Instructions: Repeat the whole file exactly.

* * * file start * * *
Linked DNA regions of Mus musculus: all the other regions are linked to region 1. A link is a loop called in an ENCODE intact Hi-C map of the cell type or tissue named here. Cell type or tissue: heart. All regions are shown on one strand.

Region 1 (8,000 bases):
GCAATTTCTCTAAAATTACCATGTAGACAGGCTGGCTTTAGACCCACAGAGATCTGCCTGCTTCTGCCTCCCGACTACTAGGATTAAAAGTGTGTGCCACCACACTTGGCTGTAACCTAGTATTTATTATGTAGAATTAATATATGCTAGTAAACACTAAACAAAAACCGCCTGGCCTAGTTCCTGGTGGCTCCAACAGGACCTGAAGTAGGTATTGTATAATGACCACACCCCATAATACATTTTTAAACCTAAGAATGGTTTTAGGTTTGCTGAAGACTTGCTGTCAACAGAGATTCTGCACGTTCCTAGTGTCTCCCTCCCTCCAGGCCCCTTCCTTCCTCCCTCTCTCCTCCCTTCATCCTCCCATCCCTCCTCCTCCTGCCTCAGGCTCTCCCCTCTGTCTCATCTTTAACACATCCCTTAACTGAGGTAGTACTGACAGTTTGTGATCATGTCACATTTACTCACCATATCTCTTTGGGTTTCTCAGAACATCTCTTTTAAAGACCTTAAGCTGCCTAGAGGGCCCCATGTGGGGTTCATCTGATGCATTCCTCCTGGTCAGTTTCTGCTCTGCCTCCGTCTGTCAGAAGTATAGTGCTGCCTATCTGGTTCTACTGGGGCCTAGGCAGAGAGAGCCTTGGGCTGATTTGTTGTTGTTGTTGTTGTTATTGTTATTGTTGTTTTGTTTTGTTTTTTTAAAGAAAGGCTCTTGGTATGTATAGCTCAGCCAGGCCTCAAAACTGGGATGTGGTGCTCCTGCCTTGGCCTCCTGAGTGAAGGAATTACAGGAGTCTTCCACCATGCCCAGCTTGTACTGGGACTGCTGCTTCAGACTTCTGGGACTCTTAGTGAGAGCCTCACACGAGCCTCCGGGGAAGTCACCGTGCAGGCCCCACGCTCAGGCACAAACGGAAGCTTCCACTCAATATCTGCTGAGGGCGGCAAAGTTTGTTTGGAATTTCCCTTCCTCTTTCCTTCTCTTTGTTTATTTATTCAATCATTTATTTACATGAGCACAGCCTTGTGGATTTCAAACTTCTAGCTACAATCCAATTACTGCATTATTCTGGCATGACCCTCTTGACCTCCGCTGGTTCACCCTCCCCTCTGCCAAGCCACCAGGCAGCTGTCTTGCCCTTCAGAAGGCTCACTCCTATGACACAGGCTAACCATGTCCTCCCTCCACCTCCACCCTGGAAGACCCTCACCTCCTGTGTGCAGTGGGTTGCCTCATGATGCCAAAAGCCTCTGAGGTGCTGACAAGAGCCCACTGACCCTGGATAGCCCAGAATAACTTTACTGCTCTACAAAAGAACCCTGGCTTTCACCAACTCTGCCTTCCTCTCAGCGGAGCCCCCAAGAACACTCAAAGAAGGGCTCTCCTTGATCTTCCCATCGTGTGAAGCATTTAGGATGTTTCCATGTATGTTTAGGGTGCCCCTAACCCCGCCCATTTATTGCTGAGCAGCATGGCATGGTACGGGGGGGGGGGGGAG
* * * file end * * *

Linked DNA regions of Mus musculus: all the other regions are linked to region 1. A link is a loop called in an ENCODE intact Hi-C map of the cell type or tissue named here. Cell type or tissue: heart. All regions are shown on one strand.

Region 1 (8,000 bases):
GCAATTTCTCTAAAATTACCATGTAGACAGGCTGGCTTTAGACCCACAGAGATCTGCCTGCTTCTGCCTCCCGACTACTAGGATTAAAAGTGTGTGCCACCACACTTGGCTGTAACCTAGTATTTATTATGTAGAATTAATATATGCTAGTAAACACTAAACAAAAACCGCCTGGCCTAGTTCCTGGTGGCTCCAACAGGACCTGAAGTAGGTATTGTATAATGACCACACCCCATAATACATTTTTAAACCTAAGAATGGTTTTAGGTTTGCTGAAGACTTGCTGTCAACAGAGATTCTGCACGTTCCTAGTGTCTCCCTCCCTCCAGGCCCCTTCCTTCCTCCCTCTCTCCTCCCTTCATCCTCCCATCCCTCCTCCTCCTGCCTCAGGCTCTCCCCTCTGTCTCATCTTTAACACATCCCTTAACTGAGGTAGTACTGACAGTTTGTGATCATGTCACATTTACTCACCATATCTCTTTGGGTTTCTCAGAACATCTCTTTTAAAGACCTTAAGCTGCCTAGAGGGCCCCATGTGGGGTTCATCTGATGCATTCCTCCTGGTCAGTTTCTGCTCTGCCTCCGTCTGTCAGAAGTATAGTGCTGCCTATCTGGTTCTACTGGGGCCTAGGCAGAGAGAGCCTTGGGCTGATTTGTTGTTGTTGTTGTTGTTATTGTTATTGTTGTTTTGTTTTGTTTTTTTAAAGAAAGGCTCTTGGTATGTATAGCTCAGCCAGGCCTCAAAACTGGGATGTGGTGCTCCTGCCTTGGCCTCCTGAGTGAAGGAATTACAGGAGTCTTCCACCATGCCCAGCTTGTACTGGGACTGCTGCTTCAGACTTCTGGGACTCTTAGTGAGAGCCTCACACGAGCCTCCGGGGAAGTCACCGTGCAGGCCCCACGCTCAGGCACAAACGGAAGCTTCCACTCAATATCTGCTGAGGGCGGCAAAGTTTGTTTGGAATTTCCCTTCCTCTTTCCTTCTCTTTGTTTATTTATTCAATCATTTATTTACATGAGCACAGCCTTGTGGATTTCAAACTTCTAGCTACAATCCAATTACTGCATTATTCTGGCATGACCCTCTTGACCTCCGCTGGTTCACCCTCCCCTCTGCCAAGCCACCAGGCAGCTGTCTTGCCCTTCAGAAGGCTCACTCCTATGACACAGGCTAACCATGTCCTCCCTCCACCTCCACCCTGGAAGACCCTCACCTCCTGTGTGCAGTGGGTTGCCTCATGATGCCAAAAGCCTCTGAGGTGCTGACAAGAGCCCACTGACCCTGGATAGCCCAGAATAACTTTACTGCTCTACAAAAGAACCCTGGCTTTCACCAACTCTGCCTTCCTCTCAGCGGAGCCCCCAAGAACACTCAAAGAAGGGCTCTCCTTGATCTTCCCATCGTGTGAAGCATTTAGGATGTTTCCATGTATGTTTAGGGTGCCCCTAACCCCGCCCATTTATTGCTGAGCAGCATGGCATGGTACGGGGGGGGGGGGGAG